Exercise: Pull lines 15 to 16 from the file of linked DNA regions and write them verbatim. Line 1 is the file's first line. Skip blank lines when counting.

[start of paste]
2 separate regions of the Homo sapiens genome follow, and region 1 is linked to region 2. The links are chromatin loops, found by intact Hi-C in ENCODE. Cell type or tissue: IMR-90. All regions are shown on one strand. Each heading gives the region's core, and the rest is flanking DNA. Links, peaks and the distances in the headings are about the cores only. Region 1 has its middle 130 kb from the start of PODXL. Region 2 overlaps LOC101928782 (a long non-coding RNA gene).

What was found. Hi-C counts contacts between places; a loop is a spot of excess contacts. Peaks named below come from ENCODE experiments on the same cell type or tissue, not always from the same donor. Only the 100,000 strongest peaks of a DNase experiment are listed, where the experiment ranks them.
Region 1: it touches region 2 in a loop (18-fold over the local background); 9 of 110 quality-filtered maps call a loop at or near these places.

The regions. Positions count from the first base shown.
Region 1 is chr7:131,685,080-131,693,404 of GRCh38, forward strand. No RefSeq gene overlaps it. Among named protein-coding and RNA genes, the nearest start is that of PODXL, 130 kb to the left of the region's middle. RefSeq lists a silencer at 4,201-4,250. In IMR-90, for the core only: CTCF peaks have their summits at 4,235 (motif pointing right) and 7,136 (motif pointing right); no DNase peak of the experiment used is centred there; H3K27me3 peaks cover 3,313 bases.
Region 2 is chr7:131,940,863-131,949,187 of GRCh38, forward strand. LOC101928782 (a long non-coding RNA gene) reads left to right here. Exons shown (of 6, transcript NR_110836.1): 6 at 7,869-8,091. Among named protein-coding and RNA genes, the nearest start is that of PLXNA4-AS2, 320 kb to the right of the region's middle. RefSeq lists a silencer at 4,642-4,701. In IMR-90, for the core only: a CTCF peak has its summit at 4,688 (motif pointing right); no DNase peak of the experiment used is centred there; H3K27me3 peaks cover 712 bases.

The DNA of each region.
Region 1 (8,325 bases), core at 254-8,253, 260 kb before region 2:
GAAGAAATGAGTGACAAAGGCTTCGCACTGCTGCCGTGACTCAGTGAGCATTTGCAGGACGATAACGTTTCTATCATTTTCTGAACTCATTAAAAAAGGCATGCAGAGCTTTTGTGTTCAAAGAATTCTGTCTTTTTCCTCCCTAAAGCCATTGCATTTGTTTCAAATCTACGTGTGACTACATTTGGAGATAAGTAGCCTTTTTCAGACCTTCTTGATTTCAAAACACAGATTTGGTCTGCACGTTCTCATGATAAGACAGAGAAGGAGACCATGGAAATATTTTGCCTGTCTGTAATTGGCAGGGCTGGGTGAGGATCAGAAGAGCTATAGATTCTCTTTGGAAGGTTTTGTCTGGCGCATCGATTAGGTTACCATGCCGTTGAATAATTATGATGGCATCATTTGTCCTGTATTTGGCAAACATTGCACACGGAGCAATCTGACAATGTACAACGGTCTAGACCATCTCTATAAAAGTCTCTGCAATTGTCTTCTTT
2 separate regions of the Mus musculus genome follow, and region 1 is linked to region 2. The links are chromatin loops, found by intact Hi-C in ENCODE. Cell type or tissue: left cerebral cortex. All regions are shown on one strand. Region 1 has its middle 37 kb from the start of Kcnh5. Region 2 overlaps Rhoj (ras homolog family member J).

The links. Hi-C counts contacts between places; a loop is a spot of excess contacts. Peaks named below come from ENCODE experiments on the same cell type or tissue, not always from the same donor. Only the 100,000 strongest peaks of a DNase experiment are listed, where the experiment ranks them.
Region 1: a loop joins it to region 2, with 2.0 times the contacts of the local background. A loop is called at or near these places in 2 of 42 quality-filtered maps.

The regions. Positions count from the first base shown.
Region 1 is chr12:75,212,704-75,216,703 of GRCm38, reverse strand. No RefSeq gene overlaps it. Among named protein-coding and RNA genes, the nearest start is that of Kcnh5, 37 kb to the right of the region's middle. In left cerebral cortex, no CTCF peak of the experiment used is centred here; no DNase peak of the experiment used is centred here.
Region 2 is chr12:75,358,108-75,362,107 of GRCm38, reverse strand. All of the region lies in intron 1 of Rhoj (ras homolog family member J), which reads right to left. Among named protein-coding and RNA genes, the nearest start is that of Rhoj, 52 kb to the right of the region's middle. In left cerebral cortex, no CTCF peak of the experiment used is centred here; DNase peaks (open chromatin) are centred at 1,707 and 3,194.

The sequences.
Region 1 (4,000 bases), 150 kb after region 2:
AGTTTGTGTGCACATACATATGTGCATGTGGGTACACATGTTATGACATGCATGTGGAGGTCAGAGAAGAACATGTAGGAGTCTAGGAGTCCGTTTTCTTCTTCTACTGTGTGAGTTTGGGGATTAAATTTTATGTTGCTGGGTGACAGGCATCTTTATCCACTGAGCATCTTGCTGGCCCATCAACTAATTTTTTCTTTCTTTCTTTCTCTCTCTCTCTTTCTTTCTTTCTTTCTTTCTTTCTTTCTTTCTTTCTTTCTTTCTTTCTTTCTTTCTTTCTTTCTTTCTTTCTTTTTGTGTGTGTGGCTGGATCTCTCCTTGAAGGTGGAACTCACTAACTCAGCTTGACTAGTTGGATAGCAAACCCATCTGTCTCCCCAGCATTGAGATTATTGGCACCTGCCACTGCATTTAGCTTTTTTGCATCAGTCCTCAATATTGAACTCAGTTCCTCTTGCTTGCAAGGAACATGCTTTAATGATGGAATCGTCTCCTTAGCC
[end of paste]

Region 2 is chr12:75,358,108-75,362,107 of GRCm38, reverse strand. All of the region lies in intron 1 of Rhoj (ras homolog family member J), which reads right to left. Among named protein-coding and RNA genes, the nearest start is that of Rhoj, 52 kb to the right of the region's middle. In left cerebral cortex, no CTCF peak of the experiment used is centred here; DNase peaks (open chromatin) are centred at 1,707 and 3,194.

The sequences.